The options for fertility preservation include cryopreservation of ovarian tissue. Although transplantation of cryopreserved-thawed ovarian tissue in cancer survivors has resulted in live births, there is evidence of malignancy involvement in ovarian tissue, especially in leukaemia. The objectives of this study were to investigate the involvement of chronic myeloid leukaemia (CML) in ovaries by both pathological/immunohistochemical methods and PCR for the identification of the Philadelphia chromosome (BCR-ABL transcripts). The patient was a survivor of paediatric CML whose ovaries were cryopreserved. The patient became infertile and requested ovarian reimplantation in adulthood. Pathological examinations of ovarian tissue with immunohistochemical stainings, quantitative PCR and two-step nested PCR were applied to identify BCR-ABL transcripts. Despite the lack of positive pathological/immunohistochemical evidence, PCR and two-step nested PCR revealed that the ovary was contaminated by malignant minimal residual CML. Survivors of childhood CML may harbour minimal residual disease in the ovaries. This finding stresses the danger of reseeding cancer by ovarian grafting, especially in patients with leukaemia. If ovarian grafting is considered, reimplantation should be preceded by examination of ovarian samples both pathologically and by molecular techniques. On the basis of molecular findings, ovarian autografting was not recommended in this case report.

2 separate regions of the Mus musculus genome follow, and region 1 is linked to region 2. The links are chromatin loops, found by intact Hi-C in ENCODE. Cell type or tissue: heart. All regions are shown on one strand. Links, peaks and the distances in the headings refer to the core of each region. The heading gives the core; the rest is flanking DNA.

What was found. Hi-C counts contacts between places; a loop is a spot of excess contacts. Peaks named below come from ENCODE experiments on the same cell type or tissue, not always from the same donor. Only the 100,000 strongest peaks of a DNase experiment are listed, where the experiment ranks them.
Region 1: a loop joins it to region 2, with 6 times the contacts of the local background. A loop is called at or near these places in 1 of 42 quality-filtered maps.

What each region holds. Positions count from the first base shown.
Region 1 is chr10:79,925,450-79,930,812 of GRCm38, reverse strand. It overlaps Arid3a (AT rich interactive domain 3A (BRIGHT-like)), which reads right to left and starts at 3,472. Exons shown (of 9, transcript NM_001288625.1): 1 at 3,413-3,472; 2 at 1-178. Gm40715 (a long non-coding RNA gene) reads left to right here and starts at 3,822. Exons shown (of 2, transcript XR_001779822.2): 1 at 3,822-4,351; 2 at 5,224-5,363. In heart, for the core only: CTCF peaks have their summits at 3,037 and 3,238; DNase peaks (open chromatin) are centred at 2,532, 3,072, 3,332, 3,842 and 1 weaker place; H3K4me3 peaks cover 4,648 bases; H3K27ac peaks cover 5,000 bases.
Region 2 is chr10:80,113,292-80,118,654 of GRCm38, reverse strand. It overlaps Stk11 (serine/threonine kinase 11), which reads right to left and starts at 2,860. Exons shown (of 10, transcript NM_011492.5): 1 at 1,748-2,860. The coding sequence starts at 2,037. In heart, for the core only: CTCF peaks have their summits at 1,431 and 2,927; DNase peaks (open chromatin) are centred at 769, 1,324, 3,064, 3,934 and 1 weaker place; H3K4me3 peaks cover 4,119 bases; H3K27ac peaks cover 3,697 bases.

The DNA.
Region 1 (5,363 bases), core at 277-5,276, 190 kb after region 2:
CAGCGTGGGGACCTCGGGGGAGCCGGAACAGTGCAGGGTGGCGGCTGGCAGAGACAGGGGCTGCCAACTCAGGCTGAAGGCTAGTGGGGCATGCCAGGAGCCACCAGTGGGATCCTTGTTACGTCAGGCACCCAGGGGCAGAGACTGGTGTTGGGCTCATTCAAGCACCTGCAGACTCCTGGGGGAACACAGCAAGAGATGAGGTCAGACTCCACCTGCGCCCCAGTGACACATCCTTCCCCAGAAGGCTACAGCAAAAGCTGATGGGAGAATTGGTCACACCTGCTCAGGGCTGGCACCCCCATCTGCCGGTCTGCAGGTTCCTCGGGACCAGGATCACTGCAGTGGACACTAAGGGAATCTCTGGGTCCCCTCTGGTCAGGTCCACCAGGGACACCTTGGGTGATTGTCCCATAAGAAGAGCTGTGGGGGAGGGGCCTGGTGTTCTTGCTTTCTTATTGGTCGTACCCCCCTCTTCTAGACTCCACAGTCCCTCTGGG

- Philadelphia chromosome
- cancer seeding by ovarian grafting
- chronic myeloid leukaemia
- ovarian transplantation
- pathological/immunohistochemical examination